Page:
Book reviewed by Laura B., Youth Technology Librarian

Hilda and the Black Hound by Luke Pearson

Cover image for Hilda and the black houndI read a lot of graphic novels, and the Hilda series is one of my all-time favorites! First of all, just look at her—she’s got blue hair and cute red boots. The setting of each of the Hilda books is sort of a realistic world but with some mythical, magical, and fantastical elements, such as little elves that live in your house (who are mostly invisible to you). Hilda is very curious and a little mischievous; she does not always do what she is told, but she does always have noble and kind intentions. In Hilda and the Black Hound, Hilda is trying to earn patches for the Sparrow Scouts, but gets distracted by a creature she meets in the woods after wandering away from camp. Meanwhile, the whole town is terrified because of multiple sightings of an enormous wolf-like creature.

Book reviewed by Erin E., Youth Services Programming Coordinator

City of light, City of Dark: A Comic Book Novel by Avi

Cover image for City of light, city of dark : a comic book novelHow can a seemingly ordinary subway token hold the power to light a whole city? When Carlos finds this token, he meets several people who want it. Will the city be frozen over forever by the Kurbs, who actually own the city, and not the humans? Carlos and Sarah have to uncover the truth in this intriguing and fascinating comic book novel. Read more to find out.

Book reviewed by Anne W., Youth Services Assistant

10 Little Insects by Davide Cali 

Cover image for 10 little insects10 Little Insects by Davide Cali is a graphic novel parody of Agatha Christie’s 10 Little Indians (also titled And Then There Were None). Even if you haven’t read that, you may still recognize this classic mystery formula. A bunch of people, or in this case bugs, are invited to a mansion for the weekend. Each has been lured there for a different reason and once there, they begin dying mysteriously one by one. The surviving insects work together to solve the mystery of which one of them is the killer and the real reason why they have all been brought there. I would recommend this for kids who like graphic novels, mysteries, and have an off-the wall sense of humor. The comic panels work particularly well for throwing in a lot of extra jokes!

Book reviewed by Erin E., Youth Services Programming Coordinator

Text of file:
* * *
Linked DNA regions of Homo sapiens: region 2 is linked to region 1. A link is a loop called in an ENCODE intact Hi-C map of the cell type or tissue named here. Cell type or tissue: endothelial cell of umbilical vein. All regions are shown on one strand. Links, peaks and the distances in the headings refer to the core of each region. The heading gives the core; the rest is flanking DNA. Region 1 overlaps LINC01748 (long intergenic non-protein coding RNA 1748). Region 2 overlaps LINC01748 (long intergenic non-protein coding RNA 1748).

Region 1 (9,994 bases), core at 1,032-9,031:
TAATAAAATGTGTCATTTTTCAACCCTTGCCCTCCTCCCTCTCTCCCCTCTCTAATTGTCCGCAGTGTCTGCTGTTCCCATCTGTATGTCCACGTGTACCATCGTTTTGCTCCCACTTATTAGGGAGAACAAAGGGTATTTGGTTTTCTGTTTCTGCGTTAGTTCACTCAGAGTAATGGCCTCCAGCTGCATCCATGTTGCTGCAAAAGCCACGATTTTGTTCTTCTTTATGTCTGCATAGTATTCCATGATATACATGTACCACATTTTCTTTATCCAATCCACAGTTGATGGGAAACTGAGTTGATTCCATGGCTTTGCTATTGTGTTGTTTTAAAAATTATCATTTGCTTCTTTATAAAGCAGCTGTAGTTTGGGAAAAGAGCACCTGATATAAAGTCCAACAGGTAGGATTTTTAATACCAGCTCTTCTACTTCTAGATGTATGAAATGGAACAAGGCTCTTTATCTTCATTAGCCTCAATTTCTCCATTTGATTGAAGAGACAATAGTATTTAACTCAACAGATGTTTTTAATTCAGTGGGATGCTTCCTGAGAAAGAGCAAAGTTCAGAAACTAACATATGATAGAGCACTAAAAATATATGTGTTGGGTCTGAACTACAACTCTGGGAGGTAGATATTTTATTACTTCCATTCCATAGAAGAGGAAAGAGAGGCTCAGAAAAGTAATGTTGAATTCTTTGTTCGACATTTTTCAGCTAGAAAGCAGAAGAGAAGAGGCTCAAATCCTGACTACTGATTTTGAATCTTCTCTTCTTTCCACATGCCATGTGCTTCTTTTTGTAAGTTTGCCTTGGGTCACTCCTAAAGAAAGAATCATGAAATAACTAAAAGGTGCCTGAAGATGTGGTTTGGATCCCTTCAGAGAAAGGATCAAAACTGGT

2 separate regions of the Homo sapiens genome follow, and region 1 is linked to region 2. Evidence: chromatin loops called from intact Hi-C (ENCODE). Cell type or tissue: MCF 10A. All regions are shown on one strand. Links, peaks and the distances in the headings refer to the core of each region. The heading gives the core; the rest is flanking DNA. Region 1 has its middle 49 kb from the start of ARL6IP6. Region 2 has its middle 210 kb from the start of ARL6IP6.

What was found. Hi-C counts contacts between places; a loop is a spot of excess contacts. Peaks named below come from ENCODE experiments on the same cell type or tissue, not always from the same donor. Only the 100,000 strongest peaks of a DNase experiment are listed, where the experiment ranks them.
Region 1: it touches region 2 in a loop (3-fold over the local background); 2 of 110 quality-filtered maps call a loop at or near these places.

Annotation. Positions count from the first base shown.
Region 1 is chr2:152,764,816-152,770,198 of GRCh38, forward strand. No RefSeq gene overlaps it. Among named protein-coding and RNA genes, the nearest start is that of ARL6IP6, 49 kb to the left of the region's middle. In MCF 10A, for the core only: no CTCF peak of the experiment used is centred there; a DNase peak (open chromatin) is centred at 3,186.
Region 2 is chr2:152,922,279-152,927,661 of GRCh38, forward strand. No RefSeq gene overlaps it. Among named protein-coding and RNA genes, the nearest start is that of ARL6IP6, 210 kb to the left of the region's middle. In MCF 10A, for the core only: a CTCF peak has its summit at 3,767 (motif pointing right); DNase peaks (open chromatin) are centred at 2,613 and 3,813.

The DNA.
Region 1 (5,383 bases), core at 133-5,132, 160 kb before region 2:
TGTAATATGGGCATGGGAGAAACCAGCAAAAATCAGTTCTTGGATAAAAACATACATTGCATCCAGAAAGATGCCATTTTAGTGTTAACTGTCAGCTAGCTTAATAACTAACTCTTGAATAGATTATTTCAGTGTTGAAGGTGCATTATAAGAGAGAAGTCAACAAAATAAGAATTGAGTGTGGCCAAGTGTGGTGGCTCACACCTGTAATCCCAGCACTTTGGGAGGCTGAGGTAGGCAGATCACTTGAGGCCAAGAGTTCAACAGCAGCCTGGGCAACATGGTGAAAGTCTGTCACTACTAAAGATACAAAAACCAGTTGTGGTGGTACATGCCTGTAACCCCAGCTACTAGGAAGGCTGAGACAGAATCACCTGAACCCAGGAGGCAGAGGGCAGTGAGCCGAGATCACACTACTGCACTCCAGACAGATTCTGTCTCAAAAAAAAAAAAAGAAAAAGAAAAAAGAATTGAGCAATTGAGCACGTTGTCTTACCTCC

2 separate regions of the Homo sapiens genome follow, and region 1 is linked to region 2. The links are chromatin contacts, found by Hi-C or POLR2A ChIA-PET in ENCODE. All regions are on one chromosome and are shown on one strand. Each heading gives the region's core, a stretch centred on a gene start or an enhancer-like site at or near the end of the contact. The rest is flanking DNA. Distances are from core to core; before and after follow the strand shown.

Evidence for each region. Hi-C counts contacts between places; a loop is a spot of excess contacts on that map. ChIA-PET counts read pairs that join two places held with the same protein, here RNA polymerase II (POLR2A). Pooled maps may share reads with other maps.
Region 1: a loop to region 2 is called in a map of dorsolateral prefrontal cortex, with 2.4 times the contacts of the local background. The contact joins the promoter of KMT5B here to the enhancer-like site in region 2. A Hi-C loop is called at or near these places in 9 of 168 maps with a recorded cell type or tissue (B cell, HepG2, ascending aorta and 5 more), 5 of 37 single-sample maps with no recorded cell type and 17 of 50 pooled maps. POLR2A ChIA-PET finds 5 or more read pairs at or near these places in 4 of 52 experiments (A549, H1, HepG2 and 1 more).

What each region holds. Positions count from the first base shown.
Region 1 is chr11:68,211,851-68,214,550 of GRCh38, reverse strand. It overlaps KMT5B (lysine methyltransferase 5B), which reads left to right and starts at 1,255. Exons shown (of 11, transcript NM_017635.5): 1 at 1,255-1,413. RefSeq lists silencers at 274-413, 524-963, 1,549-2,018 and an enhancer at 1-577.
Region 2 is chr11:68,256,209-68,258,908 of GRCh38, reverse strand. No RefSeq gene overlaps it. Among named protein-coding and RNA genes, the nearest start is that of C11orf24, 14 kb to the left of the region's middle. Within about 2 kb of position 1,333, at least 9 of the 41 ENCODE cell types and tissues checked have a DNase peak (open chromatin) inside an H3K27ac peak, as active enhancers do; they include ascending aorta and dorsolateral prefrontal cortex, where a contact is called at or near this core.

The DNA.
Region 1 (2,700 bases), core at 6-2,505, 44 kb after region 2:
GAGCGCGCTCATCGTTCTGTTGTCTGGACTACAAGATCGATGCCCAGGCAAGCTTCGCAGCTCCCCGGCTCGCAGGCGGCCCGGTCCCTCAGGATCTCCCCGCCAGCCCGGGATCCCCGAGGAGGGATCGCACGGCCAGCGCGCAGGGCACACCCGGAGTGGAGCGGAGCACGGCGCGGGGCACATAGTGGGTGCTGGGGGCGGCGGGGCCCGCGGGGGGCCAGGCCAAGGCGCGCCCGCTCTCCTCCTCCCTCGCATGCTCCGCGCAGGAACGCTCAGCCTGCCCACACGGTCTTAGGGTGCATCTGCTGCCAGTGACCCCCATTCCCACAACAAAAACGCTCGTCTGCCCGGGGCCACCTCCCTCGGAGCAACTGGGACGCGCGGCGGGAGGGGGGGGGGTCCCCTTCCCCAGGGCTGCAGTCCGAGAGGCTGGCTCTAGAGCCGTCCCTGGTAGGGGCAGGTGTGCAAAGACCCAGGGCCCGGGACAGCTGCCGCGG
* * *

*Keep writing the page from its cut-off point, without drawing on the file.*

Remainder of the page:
The Stratford Zoo Midnight Revue Presents: Macbeth by Ian Lendler

Cover image for The Stratford Zoo Midnight Revue presents MacbethMaybe you’ve heard of Shakespeare from plays like Romeo and Juliet–sappy–or Othello:  boring!  But I promise you, this Shakespeare play is not like anything you’ve ever read before.  The animals are putting on the play MacBeth at the zoo.  There will be yummy snacks–peanuts, bananas, and even earthworms.  You’ll want to make sure you get a good seat–not behind the giraffe (too tall) or next to the skunk (too smelly).  Then sit back and enjoy the laughs, the blood, and the drama.   Will the lion eat the king like his rubber ducky tells him to?  Will the lioness go crazy from doing all that bloody laundry.  Read The Stratford Zoo Midnight Revue Presents:  Macbeth to find out.

Book reviewed by Mary S., Youth Services Department Head

The Dumbest Idea Ever! by Jimmy Gownley

Cover image for The dumbest idea ever!If you ask Jimmy why he started creating comics, he would tell you it all began when he caught chicken pox in middle school. Before that he was popular, an athlete, and doing really well in school, but then he had to miss school and the championship basketball game for being sick. His grades begin to drop, basketball isn’t going great, and his teacher confiscates his comic book in class because it is not acceptable reading material. Rather than be upset, Jimmy created his own comic book. The first one isn’t as great as it could be, so he asks his friend for advice. However, according to Jimmy, the advice is the dumbest idea ever. Is it really though? Find out the idea by reading this graphic novel.

Book reviewed by Laura B., Youth Technology Librarian